I have a closing on Friday on a new home and after months of consulting with the builder on all aspects of the home the buyer considers the builder “a friend”. Why aren’t all transactions like this? Sitting in these closings I usually think what can I do to help minimize the drama in future sales or what could I have done differently in a past difficult closing?
Whether you’re buying a home or selling your home, the process can definitely be stressful. It is most typically the biggest investment people make, both financially and sometimes emotionally. While emotions can run high, the process does not necessarily have to be full of drama. As a buyer you make logical choices about financing, school districts, towns, neighborhoods and a number of other factors during the sale process. As a seller you are uprooting your family for a number of reasons. Why let emotions take over as you get close or are at the end? Here are some reasons that the drama and emotional responses get ratcheted up a notch.
Experienced REALTORS® all have stories of when a buyer or seller got emotional for the smallest of reasons. Recently I had a seller who told me that because he “gave” his house away so cheaply (as an aside they got more than the asking price) that he wasn’t including the stove or built in microwave. They were “new” and the buyers should have told him that they wanted them. I told him that I understood what he was saying and would go back and check on the listing paperwork and inclusion/exclusion list to see what we had put as staying or going even though I knew they were included. When I met with him again 24 hours later he had calmed down and realized that ripping out a microwave and putting a new one in was foolish, not to mention that it was listed as “included” in the sale. If I had called the buyer’s agent right away and told them what my seller was taking it would have caused lots of drama, especially if the agent told the buyer that this was crazy. No need. By seeing this before and realizing that my sellers are talking out of emotion and not rationally, a crisis and the subsequent drama was averted.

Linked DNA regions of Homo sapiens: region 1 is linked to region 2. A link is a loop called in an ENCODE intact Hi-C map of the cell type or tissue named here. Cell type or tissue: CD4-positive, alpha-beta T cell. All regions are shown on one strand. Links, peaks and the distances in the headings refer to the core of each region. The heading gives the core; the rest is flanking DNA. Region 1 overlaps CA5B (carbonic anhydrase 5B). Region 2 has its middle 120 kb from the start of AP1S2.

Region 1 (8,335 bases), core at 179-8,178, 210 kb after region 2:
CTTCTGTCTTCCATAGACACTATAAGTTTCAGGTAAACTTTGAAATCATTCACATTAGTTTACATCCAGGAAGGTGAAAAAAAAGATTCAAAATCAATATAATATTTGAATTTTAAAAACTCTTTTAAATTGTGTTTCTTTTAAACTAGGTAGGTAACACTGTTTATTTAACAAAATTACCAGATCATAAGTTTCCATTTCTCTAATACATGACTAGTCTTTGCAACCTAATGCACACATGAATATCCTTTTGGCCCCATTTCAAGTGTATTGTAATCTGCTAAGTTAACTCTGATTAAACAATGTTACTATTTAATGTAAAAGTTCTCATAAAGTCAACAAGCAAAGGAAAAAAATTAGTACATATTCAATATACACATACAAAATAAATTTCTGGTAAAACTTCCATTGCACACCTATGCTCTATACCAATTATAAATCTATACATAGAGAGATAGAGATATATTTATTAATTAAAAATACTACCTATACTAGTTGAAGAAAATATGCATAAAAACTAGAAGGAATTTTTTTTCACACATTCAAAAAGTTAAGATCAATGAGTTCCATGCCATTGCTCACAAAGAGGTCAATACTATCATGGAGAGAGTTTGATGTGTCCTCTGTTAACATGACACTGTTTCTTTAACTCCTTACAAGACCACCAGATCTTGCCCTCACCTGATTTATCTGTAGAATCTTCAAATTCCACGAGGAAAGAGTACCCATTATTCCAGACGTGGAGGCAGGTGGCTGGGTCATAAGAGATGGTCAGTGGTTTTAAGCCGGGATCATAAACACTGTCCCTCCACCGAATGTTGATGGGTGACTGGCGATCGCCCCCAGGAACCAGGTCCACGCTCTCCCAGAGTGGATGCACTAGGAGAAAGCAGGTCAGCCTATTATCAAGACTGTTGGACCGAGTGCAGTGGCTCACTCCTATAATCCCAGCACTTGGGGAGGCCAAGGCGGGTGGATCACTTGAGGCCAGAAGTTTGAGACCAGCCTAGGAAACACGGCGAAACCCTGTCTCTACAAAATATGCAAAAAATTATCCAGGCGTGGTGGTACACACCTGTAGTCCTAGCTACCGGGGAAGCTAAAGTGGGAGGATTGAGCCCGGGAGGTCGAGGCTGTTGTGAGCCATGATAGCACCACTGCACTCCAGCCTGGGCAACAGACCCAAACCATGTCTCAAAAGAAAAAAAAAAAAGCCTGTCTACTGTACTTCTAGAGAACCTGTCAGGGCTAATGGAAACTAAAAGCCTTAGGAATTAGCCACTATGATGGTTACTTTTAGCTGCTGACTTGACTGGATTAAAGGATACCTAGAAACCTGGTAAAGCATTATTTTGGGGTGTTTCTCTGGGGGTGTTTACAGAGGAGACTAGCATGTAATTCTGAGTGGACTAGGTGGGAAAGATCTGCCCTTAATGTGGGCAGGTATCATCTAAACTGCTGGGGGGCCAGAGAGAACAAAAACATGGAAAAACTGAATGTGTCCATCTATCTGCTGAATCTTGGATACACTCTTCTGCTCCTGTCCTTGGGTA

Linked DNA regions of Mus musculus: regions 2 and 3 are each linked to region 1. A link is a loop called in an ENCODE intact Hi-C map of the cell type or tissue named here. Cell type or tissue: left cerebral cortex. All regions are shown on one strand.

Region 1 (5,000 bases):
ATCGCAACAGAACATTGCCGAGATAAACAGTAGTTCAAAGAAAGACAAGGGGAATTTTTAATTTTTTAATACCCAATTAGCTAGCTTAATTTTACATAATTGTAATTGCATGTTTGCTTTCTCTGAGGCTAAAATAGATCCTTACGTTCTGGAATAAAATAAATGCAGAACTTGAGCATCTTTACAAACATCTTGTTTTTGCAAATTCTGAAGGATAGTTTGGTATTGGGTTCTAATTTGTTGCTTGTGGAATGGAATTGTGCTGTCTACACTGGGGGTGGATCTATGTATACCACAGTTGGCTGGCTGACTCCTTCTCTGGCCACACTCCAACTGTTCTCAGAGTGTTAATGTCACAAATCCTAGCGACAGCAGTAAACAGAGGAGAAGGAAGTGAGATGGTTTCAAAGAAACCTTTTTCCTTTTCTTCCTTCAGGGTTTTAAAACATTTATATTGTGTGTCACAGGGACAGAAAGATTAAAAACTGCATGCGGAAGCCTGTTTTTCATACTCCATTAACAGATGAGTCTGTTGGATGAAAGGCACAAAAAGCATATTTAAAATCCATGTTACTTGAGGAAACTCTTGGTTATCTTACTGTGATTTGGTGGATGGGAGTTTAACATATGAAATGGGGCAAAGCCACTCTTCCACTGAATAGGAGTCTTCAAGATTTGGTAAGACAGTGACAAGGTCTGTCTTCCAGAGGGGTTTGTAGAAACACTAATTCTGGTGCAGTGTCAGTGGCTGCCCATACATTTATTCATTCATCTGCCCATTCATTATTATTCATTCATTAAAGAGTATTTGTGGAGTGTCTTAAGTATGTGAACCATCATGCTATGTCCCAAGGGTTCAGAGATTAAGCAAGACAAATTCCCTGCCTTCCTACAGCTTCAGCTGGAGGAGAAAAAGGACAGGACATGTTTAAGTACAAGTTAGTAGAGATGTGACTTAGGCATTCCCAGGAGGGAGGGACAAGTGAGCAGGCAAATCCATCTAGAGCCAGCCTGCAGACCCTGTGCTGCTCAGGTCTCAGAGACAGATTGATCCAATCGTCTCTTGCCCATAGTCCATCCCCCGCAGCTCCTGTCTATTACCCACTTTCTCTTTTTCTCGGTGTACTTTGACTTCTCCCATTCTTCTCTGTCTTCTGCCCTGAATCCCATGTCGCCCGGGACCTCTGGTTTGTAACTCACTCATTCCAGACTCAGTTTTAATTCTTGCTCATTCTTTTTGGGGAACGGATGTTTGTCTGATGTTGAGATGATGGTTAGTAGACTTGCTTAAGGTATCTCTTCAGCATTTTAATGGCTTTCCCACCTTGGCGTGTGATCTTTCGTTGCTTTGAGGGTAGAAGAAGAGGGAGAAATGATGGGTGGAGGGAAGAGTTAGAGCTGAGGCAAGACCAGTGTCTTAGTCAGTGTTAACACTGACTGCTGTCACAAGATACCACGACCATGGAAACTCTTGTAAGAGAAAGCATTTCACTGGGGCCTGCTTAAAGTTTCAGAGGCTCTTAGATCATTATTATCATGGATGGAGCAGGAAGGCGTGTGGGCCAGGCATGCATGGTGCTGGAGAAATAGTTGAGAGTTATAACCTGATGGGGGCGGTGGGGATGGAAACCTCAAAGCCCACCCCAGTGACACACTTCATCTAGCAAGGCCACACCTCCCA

Sometimes it is a family member or REALTOR® who contributes or even creates drama. A recent seller of ours put their home up for sale and we soon had a buyer. During the home inspection the inspector found possible mold. The mold was isolated to a small area in the attic. Not uncommon and easily fixed by a professional company who specializes in mold removal…or so I thought. The father of the buyer thought that not only should his daughter and son in law require the seller to remove the mold but a credit for $2,000 from seller to buyer be included for any future problems. Instead of lashing back and telling him that is ridiculous since I know he is only protecting his child, son in law and grandkids I explained to him that the company the seller will use to remove the mold is certified and will warranty their work. After some time, he cooled off and agreed it was great that his grand kids were moving so close to him and this was the right house.
When buyers and sellers come to a difference in opinion, or when something unexpected occurs, it’s natural to have an emotional response. But, as REALTORS® we work toward a solution that minimizes the drama and keeps the deal on track. Creating drama or ratcheting up emotional responses is not the same thing as representing your client. REALTORS® should not be introducing drama, rather, they should be minimizing it. The REALTOR® who looks at a problem as a hurdle not a roadblock, is one that will get to the finish line and a friendly, drama-free sale.
If you have any questions about these real estate terms, or are looking to buy or sell a home please contact me, John McCarthy at Rowley Realty, 165 Main St., Rowley, MA 01969, Phone: 978 948-2758, Cell 978 835-2573 or via email at email@example.com.